Your emotional response to challenging situations could predict how your body responds to stress, according to research published this month in the journal Brain, Behavior, and Immunity.
"People who reported high levels of anger and anxiety after performing a laboratory-based stress task showed greater increases in a marker of inflammation, than those who remained relatively calm," said Dr Judith Carroll, who conducted the study at the University of Pittsburgh. "This could help explain why some people with high levels of stress experience chronic health problems," she added.
The investigators asked healthy middle-aged individuals to complete a speech in the laboratory in front of video camera and a panel of judges. During the speech, they monitored the physical responses to the task and then afterwards asked them about the emotions that they had experienced.
"Most people show increases in heart rate and blood pressure when they complete a stressful task," explained Dr Carroll, "but some also show increases in a circulating marker of inflammation known as interleukin-6. Our study shows that the people who have the biggest increases in this marker are the ones who show the greatest emotional responses to the task."
"Our results raise the possibility that individuals who become angry or anxious when confronting relatively minor challenges in their lives are prone to increases in inflammation," explained lead author Dr Anna Marsland, an Associate Professor of Psychology and Nursing at the University of Pittsburgh. "Over time, this may render these emotionally-reactive individuals more vulnerable to inflammatory diseases, such as cardiovascular disease," she said.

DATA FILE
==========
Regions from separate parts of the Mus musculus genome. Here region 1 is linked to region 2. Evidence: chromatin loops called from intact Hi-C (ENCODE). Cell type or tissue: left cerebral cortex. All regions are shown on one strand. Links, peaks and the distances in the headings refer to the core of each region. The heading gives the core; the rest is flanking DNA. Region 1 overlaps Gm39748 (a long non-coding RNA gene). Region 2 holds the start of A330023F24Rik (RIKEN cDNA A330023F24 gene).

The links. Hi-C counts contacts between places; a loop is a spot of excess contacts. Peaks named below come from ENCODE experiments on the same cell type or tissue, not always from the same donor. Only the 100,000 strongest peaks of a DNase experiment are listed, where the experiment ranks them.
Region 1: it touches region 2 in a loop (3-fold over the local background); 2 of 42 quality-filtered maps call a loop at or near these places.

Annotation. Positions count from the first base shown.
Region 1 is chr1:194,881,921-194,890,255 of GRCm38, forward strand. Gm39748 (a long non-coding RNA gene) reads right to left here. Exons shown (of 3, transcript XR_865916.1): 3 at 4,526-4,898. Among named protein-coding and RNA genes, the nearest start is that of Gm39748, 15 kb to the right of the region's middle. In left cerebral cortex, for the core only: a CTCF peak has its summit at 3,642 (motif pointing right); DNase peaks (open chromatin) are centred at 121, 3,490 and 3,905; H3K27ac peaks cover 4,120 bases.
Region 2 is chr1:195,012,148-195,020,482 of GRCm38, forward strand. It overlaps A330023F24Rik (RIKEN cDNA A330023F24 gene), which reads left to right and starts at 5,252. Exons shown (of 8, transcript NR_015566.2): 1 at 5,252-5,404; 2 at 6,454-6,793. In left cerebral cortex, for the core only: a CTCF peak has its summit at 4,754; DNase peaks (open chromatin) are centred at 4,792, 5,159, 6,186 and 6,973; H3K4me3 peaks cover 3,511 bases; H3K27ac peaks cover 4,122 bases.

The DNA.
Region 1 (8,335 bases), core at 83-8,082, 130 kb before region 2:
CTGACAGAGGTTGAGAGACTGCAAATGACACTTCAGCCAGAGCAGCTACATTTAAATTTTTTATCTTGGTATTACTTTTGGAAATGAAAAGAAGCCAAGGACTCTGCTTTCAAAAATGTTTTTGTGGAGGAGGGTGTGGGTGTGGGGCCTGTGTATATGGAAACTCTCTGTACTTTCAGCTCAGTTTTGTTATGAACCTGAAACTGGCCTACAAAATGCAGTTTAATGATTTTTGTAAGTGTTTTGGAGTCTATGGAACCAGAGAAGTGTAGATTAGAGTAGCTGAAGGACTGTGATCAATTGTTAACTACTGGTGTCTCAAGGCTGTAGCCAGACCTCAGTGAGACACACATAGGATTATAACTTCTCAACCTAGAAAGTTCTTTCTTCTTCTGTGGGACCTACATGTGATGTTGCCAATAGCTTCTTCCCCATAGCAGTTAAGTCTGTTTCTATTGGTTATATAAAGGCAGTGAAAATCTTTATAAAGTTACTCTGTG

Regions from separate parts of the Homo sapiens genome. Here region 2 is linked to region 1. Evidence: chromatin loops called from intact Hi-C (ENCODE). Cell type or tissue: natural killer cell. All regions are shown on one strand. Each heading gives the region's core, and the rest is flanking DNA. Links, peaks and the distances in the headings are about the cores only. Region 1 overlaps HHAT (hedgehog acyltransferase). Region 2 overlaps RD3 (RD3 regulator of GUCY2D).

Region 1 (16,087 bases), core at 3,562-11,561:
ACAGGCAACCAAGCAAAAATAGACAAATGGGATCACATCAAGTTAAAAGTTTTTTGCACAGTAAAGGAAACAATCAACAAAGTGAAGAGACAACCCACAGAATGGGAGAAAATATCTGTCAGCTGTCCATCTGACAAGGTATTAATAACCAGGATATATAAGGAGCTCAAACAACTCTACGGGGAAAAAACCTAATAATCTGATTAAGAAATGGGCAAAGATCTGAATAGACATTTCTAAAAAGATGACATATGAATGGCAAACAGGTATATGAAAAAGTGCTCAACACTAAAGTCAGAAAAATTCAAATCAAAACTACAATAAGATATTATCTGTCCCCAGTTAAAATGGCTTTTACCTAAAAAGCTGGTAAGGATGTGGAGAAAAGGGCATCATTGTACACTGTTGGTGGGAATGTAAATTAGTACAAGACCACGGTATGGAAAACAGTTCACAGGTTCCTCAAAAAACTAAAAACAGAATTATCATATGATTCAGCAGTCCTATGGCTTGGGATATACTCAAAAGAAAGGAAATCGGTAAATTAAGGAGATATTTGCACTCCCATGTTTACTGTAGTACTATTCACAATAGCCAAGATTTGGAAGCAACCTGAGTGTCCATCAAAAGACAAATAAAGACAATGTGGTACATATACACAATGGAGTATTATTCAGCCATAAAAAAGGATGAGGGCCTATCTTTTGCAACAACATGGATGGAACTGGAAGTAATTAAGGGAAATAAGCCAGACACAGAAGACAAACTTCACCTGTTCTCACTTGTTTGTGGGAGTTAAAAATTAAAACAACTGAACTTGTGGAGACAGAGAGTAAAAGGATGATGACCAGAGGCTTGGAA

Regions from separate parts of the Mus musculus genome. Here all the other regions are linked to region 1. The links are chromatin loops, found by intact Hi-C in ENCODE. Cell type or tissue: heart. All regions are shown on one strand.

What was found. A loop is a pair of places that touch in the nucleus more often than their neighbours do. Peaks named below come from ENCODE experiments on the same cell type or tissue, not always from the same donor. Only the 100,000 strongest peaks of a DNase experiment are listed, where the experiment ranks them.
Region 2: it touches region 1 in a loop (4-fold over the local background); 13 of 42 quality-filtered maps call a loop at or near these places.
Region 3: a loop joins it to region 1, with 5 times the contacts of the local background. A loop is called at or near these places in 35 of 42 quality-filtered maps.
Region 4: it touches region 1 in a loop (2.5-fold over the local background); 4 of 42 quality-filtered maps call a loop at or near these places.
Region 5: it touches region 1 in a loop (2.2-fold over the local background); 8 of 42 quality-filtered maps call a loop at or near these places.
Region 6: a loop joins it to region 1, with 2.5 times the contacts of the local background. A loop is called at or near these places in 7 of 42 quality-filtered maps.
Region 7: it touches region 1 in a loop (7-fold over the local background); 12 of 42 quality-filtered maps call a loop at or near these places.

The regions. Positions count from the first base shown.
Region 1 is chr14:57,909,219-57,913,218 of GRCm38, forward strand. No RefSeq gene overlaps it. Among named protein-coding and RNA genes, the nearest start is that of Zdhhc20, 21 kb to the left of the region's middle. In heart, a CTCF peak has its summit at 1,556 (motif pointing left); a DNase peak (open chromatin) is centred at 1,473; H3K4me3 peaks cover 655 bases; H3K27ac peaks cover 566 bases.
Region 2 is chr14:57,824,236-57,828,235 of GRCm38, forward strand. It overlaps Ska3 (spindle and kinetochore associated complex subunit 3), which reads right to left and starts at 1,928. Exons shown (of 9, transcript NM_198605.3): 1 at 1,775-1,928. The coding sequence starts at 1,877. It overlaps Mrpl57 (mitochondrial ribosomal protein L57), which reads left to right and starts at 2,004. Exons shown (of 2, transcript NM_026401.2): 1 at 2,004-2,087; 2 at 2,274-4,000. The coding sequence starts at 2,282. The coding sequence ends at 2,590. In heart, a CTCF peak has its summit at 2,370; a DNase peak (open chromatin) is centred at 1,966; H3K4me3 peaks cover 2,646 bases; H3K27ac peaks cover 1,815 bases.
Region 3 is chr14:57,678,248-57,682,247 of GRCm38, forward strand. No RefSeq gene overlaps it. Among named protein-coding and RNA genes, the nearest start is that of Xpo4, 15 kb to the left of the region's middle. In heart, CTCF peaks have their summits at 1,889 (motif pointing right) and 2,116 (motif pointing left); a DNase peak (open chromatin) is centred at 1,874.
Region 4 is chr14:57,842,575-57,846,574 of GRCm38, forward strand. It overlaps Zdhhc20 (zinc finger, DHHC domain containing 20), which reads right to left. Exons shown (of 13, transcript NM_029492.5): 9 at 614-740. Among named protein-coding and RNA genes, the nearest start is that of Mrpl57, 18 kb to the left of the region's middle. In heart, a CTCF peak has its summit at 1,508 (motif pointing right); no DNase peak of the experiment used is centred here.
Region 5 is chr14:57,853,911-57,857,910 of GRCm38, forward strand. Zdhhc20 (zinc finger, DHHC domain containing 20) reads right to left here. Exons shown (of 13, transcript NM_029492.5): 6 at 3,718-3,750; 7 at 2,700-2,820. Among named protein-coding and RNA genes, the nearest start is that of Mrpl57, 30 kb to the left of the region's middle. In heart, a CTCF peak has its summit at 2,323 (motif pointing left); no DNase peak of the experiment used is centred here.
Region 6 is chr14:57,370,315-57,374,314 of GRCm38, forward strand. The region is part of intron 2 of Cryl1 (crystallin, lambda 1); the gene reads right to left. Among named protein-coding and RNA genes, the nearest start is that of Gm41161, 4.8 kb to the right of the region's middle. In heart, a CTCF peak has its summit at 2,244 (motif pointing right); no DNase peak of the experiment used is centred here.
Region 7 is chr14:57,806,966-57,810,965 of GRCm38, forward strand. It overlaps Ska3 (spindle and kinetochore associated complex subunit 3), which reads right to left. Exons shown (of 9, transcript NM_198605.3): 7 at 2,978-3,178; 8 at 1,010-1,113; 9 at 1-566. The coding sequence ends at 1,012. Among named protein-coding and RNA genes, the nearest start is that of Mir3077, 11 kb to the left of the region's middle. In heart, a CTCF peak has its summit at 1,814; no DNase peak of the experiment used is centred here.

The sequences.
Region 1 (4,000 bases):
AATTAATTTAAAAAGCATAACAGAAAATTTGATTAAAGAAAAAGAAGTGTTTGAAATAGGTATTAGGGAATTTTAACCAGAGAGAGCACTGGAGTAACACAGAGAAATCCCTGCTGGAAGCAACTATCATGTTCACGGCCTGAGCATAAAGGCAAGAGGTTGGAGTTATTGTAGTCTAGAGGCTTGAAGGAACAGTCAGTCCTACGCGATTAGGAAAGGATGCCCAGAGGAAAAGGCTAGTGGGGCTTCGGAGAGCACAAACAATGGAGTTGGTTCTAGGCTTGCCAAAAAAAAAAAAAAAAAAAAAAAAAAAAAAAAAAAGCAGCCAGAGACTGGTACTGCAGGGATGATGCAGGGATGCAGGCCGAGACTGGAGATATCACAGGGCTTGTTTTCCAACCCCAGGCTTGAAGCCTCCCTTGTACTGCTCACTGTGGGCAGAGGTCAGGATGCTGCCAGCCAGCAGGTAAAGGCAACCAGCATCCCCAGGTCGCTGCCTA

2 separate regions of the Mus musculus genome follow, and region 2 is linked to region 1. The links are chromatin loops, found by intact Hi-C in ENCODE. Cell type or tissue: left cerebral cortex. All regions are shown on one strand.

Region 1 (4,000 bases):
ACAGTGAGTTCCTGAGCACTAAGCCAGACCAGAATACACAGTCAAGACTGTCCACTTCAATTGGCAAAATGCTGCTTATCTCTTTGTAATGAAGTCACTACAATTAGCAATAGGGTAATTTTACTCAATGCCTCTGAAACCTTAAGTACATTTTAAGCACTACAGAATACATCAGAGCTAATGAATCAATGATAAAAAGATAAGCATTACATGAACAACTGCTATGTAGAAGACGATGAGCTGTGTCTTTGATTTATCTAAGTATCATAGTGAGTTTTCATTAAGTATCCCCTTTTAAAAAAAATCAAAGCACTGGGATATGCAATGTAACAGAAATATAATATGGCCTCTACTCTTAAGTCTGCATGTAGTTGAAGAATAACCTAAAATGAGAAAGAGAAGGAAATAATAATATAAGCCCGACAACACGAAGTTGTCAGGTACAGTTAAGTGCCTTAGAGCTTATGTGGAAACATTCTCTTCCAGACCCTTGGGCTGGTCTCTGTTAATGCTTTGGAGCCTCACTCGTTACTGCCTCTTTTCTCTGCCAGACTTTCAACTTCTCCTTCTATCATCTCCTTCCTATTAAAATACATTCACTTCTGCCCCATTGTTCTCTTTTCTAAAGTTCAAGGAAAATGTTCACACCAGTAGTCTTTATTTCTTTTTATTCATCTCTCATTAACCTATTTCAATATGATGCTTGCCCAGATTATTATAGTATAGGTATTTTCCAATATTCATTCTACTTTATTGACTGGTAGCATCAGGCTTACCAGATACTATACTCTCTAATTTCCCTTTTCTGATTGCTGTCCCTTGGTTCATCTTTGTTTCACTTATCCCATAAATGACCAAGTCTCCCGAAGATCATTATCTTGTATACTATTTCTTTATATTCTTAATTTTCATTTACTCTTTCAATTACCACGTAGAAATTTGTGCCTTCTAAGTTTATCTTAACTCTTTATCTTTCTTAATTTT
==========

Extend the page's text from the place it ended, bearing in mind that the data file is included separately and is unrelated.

The research, funded by the National Institute of Nursing Research, is part of a burgeoning field, known as Psychoneuroimmunology, which investigates the interactions between psychological processes and health. "This paper addresses a key question in psychoneuroimmunology what explains individual differences in the inflammatory response to stress," said Dr Margaret Kemeny, a Professor at the University of California, San Francisco. "These findings suggest that the specific nature of the emotional response to the task may be a key predictive factor and set the stage for future work defining these pathways and addressing their clinical implications," she added.
The article is "Negative affective responses to a speech task predict changes in interleukin (IL)-6" by Judith E. Carroll, Carissa A. Low, Aric A. Prather, Sheldon Cohen, Jacqueline M. Fury, Diana C. Ross and Anna L. Marsland. Please see the article for the authors' affiliations and disclosures of financial and conflicts of interest. The article appears in Brain, Behavior, and Immunity, Volume 25, Number 2 (February 2011), published by Elsevier.